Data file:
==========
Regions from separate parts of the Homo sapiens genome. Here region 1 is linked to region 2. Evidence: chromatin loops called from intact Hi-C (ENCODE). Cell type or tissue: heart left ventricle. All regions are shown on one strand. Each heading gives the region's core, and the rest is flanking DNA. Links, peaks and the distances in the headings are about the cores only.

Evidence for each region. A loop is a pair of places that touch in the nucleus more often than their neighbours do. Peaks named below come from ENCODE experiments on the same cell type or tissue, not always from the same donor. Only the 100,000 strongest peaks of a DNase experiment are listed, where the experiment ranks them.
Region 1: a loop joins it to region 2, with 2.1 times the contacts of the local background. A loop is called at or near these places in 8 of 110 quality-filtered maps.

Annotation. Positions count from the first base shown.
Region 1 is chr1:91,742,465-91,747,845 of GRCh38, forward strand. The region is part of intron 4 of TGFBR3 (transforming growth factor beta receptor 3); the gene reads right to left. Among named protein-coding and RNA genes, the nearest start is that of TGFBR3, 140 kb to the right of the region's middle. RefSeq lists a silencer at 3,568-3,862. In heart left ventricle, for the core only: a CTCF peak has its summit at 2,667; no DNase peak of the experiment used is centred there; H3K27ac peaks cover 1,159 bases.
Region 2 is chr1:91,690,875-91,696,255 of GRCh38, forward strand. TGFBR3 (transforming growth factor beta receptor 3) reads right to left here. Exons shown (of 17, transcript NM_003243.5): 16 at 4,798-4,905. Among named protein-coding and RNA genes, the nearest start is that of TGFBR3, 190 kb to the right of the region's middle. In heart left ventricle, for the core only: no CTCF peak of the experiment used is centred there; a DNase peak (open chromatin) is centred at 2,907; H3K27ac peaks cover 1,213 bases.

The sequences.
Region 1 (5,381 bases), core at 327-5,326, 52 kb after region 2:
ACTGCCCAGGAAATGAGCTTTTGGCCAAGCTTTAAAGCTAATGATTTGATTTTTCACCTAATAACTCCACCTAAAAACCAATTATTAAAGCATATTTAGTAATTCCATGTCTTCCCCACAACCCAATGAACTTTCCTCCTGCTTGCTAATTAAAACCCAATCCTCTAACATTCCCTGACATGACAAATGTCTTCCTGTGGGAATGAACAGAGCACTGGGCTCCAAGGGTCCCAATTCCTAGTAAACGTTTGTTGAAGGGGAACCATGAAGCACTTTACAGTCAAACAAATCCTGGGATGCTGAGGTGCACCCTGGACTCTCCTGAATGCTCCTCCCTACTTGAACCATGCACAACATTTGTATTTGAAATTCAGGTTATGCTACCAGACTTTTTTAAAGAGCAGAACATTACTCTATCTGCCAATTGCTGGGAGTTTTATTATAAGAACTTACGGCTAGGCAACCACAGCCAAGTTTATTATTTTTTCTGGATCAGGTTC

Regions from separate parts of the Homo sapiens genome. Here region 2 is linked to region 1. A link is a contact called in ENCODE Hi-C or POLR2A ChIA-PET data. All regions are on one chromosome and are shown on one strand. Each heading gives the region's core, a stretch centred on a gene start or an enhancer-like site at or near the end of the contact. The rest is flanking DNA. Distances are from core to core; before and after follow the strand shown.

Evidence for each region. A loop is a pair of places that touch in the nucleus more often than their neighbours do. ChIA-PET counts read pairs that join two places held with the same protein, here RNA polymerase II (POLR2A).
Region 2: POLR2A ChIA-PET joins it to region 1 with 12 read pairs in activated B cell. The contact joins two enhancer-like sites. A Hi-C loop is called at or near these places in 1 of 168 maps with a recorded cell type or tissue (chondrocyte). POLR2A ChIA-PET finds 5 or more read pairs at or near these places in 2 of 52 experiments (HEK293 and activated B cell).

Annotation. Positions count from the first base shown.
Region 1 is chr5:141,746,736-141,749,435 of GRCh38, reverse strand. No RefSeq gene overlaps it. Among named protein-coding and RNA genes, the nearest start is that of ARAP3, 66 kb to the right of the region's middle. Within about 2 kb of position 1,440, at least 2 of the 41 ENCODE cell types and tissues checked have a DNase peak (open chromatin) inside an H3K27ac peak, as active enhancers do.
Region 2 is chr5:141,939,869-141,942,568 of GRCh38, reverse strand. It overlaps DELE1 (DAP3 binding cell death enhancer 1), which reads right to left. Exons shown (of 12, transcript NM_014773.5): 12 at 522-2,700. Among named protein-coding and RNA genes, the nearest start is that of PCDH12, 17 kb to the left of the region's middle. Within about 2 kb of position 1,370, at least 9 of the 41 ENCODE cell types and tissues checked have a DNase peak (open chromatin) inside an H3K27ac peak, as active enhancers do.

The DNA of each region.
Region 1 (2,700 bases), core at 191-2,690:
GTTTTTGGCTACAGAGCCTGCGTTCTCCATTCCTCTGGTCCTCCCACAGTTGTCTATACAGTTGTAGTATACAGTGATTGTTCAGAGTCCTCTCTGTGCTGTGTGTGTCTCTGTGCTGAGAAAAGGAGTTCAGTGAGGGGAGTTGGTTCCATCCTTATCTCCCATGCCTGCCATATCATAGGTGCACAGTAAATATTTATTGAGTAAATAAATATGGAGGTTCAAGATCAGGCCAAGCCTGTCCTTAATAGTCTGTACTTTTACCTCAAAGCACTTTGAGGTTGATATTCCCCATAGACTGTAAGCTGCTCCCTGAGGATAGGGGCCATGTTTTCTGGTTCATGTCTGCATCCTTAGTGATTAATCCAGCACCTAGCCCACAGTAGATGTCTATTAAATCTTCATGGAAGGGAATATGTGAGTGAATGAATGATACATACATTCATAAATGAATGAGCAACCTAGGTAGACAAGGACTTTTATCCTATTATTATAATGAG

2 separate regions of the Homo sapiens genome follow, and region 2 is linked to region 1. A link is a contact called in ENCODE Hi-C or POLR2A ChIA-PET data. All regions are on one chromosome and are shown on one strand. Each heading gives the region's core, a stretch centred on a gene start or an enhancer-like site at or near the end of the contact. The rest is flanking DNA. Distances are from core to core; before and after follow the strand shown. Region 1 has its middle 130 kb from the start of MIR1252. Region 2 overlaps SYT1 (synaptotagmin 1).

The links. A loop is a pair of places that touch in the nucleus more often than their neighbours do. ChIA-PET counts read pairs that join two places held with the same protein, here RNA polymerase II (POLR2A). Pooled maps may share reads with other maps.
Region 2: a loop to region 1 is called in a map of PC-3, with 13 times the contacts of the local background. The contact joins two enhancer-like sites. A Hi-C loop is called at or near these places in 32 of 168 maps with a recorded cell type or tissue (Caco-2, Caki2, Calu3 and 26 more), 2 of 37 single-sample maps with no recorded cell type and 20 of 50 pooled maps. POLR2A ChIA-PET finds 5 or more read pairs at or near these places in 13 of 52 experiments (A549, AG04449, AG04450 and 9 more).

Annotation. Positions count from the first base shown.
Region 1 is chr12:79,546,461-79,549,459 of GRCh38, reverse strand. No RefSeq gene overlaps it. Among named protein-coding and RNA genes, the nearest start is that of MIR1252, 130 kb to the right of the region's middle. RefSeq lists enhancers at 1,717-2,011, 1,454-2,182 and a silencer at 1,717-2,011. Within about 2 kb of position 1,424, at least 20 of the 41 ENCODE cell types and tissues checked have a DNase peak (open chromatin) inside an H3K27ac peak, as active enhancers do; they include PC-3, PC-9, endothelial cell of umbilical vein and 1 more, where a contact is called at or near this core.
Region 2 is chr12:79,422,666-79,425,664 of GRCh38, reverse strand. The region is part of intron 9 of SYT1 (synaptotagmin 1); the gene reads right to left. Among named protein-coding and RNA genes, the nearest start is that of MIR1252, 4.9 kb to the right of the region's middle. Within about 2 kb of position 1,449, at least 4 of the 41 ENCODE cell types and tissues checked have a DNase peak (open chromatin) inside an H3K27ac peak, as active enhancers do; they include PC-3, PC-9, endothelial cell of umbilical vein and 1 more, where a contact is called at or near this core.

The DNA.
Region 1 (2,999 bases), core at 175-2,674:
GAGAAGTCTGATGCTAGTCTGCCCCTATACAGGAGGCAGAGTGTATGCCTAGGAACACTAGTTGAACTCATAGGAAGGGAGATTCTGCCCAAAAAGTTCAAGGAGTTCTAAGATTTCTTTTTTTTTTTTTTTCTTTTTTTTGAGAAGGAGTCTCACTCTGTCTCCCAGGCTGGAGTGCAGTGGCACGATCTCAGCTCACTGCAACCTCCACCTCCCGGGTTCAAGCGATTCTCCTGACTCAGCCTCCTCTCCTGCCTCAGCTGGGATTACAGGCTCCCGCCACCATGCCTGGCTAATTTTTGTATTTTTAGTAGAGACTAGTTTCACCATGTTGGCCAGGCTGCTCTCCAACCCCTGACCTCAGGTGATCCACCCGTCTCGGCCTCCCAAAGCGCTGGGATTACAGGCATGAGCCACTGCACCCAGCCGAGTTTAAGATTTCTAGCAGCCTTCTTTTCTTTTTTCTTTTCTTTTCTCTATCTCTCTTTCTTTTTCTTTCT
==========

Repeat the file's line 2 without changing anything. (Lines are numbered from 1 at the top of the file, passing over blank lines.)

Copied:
Evidence for each region. A loop is a pair of places that touch in the nucleus more often than their neighbours do. Peaks named below come from ENCODE experiments on the same cell type or tissue, not always from the same donor. Only the 100,000 strongest peaks of a DNase experiment are listed, where the experiment ranks them.